Lawmakers in the Democratic controlled houses of the state Legislature have reached an agreement to scale back Gov. Andrew Cuomo's powers granted to him last year to oversee the response to the COVID-19 pandemic, top lawmakers on Tuesday said.
“I think everyone understands where we were back in March and where we are now," said Senate Majority Leader Andrea Stewart-Cousins.
"We certainly see the need for a quick response but also want to move toward a system of increased oversight, and review. The public deserves to have checks and balances. Our proposal would create a system with increased input while at the same time ensuring New Yorkers continue to be protected."
The agreement comes as Cuomo faces an uncertain future in elected office amid a growing controversy surrounding the deaths of nursing home residents during the pandemic as well as multiple sexual harassment allegations by three women in less than a week.
The legislation would bar the governor from issuing new statewide directives, with the aim of restoring local control. Current directives the governor has previously issued could still be renewed and modified by Cuomo, including indoor dining capacity.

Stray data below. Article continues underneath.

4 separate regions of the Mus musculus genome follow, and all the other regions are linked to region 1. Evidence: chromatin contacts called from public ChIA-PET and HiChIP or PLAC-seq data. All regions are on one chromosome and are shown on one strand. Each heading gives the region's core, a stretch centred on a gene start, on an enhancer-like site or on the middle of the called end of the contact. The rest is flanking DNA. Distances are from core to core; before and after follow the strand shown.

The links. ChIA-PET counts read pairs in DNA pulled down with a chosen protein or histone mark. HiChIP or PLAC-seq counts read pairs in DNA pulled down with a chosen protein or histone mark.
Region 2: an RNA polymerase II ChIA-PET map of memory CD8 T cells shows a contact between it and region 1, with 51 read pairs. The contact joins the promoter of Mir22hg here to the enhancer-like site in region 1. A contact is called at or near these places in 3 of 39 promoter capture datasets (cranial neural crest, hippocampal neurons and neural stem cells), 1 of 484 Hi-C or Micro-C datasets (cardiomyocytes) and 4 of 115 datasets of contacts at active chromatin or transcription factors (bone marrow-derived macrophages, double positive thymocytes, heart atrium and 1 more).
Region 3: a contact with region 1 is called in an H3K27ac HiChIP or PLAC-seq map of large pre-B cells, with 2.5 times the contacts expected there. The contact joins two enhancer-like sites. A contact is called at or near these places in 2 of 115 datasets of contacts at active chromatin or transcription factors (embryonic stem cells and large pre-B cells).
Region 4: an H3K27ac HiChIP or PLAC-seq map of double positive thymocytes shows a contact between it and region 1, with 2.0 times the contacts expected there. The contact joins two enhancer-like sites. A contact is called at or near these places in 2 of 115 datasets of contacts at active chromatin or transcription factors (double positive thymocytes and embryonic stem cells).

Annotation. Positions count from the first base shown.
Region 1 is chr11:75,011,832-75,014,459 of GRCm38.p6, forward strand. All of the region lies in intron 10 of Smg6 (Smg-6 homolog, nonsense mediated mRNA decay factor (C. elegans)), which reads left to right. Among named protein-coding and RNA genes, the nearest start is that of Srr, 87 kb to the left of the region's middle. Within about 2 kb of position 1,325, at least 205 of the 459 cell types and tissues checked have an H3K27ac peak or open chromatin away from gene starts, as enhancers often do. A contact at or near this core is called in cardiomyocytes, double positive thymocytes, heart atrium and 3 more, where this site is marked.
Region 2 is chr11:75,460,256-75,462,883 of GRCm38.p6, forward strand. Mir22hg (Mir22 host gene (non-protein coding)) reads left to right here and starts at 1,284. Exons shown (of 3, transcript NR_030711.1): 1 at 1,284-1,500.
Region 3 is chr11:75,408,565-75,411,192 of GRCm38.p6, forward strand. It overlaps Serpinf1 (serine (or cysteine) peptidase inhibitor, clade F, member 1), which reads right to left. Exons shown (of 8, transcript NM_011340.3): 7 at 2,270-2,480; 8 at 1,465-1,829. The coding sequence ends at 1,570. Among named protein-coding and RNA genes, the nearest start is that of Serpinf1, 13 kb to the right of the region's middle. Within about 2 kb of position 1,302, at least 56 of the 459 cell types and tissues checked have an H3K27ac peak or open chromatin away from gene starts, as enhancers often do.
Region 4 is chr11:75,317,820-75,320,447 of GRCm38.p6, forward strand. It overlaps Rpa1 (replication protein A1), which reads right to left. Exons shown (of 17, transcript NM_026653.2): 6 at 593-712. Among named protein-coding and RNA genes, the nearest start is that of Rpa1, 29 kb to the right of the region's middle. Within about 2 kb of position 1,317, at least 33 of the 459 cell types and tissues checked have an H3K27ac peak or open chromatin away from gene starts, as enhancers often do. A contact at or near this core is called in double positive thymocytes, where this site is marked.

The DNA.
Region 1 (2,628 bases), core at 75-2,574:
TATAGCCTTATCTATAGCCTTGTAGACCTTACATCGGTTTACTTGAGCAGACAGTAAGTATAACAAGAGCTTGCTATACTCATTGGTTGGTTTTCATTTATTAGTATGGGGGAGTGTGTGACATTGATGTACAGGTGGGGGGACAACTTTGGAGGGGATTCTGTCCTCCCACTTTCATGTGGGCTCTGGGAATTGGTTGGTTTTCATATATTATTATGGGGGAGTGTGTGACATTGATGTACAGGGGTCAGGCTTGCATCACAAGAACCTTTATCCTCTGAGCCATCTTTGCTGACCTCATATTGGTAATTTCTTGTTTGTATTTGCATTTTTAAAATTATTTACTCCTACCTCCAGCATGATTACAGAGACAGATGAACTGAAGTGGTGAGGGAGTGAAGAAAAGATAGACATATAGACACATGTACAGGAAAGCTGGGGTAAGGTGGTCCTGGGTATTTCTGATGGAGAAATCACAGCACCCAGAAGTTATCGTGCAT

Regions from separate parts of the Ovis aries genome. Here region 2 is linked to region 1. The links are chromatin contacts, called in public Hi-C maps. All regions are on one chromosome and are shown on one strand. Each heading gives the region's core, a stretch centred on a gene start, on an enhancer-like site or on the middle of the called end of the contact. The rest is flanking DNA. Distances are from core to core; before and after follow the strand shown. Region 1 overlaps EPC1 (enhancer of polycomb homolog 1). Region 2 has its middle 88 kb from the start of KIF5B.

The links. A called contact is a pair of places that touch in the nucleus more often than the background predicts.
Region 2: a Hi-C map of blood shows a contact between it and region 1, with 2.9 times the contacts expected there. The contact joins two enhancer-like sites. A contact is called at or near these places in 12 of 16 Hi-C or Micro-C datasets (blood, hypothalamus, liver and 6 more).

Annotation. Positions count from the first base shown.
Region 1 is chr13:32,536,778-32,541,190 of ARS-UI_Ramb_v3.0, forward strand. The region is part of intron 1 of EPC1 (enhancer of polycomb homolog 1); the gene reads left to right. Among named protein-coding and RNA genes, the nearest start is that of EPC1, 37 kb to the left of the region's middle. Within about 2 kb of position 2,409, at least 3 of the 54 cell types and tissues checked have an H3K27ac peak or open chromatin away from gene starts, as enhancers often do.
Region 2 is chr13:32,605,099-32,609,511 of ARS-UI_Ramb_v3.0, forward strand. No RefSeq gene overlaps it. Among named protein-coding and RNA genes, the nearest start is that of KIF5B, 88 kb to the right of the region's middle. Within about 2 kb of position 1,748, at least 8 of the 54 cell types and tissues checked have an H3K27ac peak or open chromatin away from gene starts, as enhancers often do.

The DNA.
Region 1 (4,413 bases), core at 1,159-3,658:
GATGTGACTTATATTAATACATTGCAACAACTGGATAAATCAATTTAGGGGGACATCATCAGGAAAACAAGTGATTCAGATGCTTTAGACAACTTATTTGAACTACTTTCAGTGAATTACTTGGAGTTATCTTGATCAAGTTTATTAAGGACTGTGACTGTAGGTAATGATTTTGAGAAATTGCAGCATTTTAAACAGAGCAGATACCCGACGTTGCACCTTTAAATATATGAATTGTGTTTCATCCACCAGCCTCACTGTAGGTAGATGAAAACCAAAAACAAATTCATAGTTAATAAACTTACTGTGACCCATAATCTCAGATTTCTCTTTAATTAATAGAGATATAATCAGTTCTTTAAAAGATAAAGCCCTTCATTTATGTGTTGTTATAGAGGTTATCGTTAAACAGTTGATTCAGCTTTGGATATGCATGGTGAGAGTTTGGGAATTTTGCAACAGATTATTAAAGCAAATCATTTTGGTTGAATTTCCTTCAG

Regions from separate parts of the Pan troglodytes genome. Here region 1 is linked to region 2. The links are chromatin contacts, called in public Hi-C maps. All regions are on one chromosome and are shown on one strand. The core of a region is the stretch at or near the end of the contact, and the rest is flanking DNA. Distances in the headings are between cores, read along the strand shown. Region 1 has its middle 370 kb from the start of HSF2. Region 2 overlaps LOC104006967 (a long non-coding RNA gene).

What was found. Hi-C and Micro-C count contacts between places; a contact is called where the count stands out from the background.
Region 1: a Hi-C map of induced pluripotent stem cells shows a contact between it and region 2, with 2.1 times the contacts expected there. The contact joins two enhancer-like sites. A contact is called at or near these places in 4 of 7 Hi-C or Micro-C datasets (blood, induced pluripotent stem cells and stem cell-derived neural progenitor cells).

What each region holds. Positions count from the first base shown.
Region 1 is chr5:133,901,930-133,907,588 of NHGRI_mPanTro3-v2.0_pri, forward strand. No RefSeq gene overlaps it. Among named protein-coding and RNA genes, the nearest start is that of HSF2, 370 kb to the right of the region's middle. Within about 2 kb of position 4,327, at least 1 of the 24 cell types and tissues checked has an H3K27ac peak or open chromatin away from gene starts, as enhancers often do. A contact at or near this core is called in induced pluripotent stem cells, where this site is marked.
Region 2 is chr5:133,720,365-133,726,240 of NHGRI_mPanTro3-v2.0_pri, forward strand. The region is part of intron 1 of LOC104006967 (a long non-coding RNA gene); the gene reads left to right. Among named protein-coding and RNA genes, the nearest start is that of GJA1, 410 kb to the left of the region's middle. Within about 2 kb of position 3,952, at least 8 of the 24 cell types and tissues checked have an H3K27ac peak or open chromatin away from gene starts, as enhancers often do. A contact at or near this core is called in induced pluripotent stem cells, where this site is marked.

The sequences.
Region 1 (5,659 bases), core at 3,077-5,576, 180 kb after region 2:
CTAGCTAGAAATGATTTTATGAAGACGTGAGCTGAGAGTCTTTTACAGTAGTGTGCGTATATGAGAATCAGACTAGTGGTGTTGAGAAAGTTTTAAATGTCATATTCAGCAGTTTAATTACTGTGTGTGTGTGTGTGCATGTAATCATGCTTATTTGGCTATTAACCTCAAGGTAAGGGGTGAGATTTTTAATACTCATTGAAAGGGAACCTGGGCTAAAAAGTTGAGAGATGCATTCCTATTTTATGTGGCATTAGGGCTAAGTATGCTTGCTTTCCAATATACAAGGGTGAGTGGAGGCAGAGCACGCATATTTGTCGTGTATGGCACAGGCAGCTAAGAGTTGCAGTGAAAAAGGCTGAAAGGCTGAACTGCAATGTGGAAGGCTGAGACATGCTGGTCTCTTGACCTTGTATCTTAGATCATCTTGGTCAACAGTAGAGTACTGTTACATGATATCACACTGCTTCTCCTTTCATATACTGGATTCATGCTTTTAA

The existing powers were set to expire at the end of April.
Assemblyman John McDonald said a vote in his chamber could come as early as Friday for the measure.
Democrats hold supermajorities in the state Senate and Assembly, enabling them to override gubernatorial vetoes with party-line votes.
All told, the move amounts to a rebuke of a governor who has amassed a large degree of power while in an inherently powerful office.
“A year into the pandemic, and as New Yorkers receive the vaccine, the temporary emergency powers have served their purpose – it is time for them to be repealed,” Assembly Speaker Carl Heastie said. “These temporary emergency powers were granted as New York was devastated by a virus we knew nothing about. Now it is time for our government to return to regular order.”